Diversified health-care companies Johnson & Johnson
Both J&J and Novartis have been dealing with ongoing sales-eroding patent expirations. But unlike J&J, Novartis has a not-so-secret weapon -- its own generic division, Sandoz, which experienced double-digit growth during the quarter. Sandoz is already marketing generic versions of some blockbusters, such as Sanofi-Aventis's
To minimize the effects of patent expirations, both companies also have diversified their businesses beyond pure pharmaceuticals. However, while Novartis's recently acquired Alcon eye-care business, as well as its consumer health division, contributed to strong sales growth, at J&J, the medical devices segment grew only 1.3% operationally. The company also took two large charges related to the unit: one related to the decision to exit the drug coated stent business, and the other to cover the massive DePuy's hip replacement recall. J&J's consumer division is only now beginning to recover from over a year of recalls of its over-the-counter medicines.
Here, J&J seemed to have performed well. Its sales grew 12%, highlighted by sharp increases for arthritis med Remicade, HIV drug Prezista, and cancer treatment Velcade. Several recently launched products also helped the segment, including psoriasis treatment Stelara and antipsychotic Invega for schizophrenia. Also, the FDA approved three J&J drugs during the quarter, including prostate cancer drug Zytiga and HIV drug Edurant, which should boost future results.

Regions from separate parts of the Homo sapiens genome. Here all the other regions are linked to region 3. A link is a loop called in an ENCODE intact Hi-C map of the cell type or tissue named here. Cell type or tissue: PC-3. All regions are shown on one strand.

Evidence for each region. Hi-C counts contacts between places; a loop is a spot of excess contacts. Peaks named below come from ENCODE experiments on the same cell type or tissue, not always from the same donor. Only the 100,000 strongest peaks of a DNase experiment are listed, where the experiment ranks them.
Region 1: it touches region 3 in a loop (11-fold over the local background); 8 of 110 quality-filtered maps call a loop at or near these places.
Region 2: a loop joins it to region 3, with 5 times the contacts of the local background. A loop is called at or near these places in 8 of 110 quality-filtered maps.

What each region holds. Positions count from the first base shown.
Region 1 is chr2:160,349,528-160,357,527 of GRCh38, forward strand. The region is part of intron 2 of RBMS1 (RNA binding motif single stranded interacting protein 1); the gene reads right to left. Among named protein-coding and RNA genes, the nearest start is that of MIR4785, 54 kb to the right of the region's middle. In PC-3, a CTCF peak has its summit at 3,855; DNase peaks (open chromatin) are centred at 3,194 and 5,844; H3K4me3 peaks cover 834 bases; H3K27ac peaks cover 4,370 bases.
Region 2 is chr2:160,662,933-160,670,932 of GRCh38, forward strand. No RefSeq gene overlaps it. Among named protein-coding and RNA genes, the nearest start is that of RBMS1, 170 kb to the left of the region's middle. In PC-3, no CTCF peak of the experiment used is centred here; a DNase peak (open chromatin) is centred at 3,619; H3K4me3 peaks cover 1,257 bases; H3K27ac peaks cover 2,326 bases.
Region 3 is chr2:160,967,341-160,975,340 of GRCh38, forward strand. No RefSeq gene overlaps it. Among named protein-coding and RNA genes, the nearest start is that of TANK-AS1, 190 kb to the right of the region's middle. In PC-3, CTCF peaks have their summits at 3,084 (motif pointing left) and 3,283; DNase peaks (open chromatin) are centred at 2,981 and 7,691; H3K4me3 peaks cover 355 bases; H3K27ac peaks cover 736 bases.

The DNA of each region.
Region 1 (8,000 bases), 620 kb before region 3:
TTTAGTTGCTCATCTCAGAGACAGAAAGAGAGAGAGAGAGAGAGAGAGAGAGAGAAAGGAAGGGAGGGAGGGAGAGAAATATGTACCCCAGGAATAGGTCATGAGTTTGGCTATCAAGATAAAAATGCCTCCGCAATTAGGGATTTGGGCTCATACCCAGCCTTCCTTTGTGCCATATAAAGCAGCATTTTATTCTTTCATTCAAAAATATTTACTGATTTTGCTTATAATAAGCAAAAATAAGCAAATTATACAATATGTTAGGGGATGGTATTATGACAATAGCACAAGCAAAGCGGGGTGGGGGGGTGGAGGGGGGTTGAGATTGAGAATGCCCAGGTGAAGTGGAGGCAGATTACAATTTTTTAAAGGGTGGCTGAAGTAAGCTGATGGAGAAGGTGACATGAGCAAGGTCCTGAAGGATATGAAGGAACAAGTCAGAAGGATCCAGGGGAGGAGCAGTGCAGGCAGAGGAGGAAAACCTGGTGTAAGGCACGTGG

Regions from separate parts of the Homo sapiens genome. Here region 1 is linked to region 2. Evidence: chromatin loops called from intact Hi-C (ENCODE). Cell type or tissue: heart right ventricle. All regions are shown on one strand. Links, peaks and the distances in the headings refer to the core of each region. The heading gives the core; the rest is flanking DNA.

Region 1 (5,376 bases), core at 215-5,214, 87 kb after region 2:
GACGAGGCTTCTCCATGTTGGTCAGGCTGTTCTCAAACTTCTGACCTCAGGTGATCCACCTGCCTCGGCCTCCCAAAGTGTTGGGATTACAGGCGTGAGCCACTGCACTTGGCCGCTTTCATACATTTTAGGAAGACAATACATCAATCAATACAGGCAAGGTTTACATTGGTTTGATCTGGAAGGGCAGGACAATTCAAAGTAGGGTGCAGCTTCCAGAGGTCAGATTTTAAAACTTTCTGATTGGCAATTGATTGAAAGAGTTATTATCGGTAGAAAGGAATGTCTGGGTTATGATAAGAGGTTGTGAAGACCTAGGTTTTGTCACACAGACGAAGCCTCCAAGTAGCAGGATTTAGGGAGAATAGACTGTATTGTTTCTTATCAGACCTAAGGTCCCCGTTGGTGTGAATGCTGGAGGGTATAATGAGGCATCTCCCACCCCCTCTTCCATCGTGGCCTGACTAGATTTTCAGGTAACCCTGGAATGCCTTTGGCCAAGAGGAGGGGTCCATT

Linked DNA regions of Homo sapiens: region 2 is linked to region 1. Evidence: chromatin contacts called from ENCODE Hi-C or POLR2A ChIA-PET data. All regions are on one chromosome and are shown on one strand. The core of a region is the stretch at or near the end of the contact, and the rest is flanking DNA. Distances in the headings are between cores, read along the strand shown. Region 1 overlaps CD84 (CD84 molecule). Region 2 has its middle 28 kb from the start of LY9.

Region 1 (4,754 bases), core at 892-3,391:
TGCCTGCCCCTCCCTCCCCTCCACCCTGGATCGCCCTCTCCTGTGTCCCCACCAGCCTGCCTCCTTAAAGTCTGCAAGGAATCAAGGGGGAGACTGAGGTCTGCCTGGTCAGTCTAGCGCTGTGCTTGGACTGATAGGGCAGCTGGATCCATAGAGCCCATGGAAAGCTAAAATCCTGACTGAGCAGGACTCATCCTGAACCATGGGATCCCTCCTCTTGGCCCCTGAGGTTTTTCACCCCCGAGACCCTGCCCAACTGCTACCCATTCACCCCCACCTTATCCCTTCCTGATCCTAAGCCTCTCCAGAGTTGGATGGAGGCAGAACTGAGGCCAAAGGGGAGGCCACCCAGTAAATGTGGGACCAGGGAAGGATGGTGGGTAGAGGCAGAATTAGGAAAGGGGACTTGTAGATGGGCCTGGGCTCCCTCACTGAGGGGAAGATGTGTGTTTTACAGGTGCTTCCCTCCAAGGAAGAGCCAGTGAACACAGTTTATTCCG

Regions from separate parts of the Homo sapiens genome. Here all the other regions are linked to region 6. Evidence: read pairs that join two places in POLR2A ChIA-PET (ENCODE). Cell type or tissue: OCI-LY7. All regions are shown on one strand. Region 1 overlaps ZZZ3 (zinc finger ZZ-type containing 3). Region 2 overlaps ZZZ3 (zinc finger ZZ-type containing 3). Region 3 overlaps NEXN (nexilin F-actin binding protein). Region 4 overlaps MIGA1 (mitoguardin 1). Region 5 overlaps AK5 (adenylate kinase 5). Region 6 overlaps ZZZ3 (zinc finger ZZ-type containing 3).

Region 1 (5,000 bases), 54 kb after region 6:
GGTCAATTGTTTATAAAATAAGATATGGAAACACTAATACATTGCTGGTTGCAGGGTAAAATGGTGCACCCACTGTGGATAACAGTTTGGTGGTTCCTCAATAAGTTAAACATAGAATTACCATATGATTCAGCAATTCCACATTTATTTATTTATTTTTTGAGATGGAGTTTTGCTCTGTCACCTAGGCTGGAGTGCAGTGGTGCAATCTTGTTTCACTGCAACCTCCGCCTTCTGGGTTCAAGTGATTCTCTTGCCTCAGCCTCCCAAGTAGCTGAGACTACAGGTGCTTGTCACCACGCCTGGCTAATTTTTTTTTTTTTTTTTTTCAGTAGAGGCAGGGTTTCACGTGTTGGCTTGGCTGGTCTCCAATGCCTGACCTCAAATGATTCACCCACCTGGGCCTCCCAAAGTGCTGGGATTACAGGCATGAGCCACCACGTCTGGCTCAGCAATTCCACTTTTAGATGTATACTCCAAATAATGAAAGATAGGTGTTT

Growth of Novartis's pharmaceutical sales looked similar, with significant contributions from recently launched products such as blood-cancer drug Tasigna, eye med Lucentis, and MS drug Gilenya. Novartis also had several drugs approved during the quarter, including pancreatic tumor treatment Afinitor. But Novartis also has a vaccines and diagnostics segment. While vaccines declined considerably in the quarter, the division offers generally promising growth and additional diversification.
If I had to choose between the two ...
J&J was once the absolute golden standard in management and product quality. These days, however, it is plagued with severe quality issues, and a lack of managerial oversight and clear direction. Liabilities from lawsuits related to several of its products are yet unknown. If its pharmaceutical business is to drive growth, the current R&D spending may not be enough. Instead, it seems the company is concentrating more energy on driving growth through its medical devices business with a planned $21 billion acquisition of Synthes , which could work.
J&J could be on the road to recovery, but investors still have an alternative. Novartis is diversified enough across segments and geographical areas to weather patent expirations better. Meanwhile, even as it enjoys growing generic revenue, it spends much more on R&D than J&J. Actually, only Pfizer
So if I had to choose between the two, I'd wait till management proves itself again at J&J, and instead go with Novartis. Its clear strategic direction seems to offer the better choice.
Fool contributor Melly Alazraki owns no shares in any of the companies mentioned. The Motley Fool owns shares of Johnson & Johnson. Motley Fool newsletter services have recommended buying shares of Novartis, Johnson & Johnson, and Pfizer and creating a diagonal call position in Johnson & Johnson. Try any of our Foolish newsletter services free for 30 days. We Fools don't all hold the same opinions, but we all believe that considering a diverse range of insights makes us better investors. The Motley Fool has a disclosure policy.